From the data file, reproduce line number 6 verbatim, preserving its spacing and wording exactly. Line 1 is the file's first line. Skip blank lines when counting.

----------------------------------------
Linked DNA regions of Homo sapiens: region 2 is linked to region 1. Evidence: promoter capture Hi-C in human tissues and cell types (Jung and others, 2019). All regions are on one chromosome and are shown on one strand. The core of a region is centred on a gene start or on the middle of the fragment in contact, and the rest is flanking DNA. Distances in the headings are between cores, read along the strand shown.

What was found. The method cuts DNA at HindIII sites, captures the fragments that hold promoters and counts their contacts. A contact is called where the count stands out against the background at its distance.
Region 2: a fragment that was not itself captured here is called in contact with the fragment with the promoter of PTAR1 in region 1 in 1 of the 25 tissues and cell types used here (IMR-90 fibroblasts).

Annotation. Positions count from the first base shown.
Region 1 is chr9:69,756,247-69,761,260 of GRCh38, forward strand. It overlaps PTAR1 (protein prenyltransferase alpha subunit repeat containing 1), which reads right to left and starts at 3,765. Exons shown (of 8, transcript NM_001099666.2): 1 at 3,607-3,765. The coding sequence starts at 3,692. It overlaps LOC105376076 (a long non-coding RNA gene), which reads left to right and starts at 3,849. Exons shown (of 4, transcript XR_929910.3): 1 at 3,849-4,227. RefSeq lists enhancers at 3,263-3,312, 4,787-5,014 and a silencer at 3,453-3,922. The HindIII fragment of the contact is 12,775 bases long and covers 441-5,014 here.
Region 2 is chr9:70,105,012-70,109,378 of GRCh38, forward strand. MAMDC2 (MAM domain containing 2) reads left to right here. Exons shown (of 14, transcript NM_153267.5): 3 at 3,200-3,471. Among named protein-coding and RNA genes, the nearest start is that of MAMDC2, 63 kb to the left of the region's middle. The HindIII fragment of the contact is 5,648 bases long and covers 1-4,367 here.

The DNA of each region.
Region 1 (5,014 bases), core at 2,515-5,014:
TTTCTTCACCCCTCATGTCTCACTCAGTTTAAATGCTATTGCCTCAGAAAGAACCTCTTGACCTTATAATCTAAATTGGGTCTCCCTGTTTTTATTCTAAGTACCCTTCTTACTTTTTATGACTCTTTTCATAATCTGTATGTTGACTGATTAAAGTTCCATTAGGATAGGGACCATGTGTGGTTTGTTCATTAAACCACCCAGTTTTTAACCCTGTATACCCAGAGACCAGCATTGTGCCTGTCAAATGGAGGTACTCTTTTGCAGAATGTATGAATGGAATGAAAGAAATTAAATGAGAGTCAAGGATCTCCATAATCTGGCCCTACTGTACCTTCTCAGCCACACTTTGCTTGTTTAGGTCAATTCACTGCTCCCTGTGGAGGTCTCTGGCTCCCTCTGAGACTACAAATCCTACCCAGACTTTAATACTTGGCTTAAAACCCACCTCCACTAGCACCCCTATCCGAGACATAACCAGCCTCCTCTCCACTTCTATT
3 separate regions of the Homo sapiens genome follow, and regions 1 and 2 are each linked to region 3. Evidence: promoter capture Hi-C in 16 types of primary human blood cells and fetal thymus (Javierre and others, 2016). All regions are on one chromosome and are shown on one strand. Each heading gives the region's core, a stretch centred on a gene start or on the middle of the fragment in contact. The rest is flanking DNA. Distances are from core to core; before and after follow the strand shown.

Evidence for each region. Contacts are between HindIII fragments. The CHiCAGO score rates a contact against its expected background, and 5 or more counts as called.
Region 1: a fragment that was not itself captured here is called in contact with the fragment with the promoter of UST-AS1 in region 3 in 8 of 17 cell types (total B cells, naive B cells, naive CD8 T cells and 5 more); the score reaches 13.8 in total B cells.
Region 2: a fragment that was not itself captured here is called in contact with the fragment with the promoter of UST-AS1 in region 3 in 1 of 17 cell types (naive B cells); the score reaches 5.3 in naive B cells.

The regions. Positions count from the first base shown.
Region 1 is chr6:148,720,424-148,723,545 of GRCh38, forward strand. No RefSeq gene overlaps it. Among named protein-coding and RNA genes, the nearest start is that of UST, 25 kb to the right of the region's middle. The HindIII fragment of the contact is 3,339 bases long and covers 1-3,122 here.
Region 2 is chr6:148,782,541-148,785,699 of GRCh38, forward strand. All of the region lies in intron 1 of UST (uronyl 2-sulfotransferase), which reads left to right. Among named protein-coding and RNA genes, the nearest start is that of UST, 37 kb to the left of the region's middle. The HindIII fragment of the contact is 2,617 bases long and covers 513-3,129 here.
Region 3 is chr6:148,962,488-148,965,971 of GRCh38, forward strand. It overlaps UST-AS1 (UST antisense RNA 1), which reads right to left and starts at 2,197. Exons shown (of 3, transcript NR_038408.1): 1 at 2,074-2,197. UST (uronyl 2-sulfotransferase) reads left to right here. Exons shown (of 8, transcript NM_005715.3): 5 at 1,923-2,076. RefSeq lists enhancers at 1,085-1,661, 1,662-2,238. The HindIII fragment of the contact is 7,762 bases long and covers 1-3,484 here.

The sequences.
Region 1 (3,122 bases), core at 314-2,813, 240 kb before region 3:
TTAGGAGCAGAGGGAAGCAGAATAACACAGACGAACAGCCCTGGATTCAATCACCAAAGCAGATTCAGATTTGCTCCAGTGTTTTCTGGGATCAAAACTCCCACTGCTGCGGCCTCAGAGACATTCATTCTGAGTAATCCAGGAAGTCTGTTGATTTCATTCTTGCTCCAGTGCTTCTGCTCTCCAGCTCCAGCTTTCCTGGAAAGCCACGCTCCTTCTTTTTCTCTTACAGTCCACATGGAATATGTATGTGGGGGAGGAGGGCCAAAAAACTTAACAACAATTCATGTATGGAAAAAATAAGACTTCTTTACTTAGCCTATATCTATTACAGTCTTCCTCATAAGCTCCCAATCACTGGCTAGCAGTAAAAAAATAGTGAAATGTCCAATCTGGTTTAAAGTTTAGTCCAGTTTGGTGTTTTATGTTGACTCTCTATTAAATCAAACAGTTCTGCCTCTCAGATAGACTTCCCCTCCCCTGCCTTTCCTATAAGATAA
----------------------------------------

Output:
Region 2 is chr9:70,105,012-70,109,378 of GRCh38, forward strand. MAMDC2 (MAM domain containing 2) reads left to right here. Exons shown (of 14, transcript NM_153267.5): 3 at 3,200-3,471. Among named protein-coding and RNA genes, the nearest start is that of MAMDC2, 63 kb to the left of the region's middle. The HindIII fragment of the contact is 5,648 bases long and covers 1-4,367 here.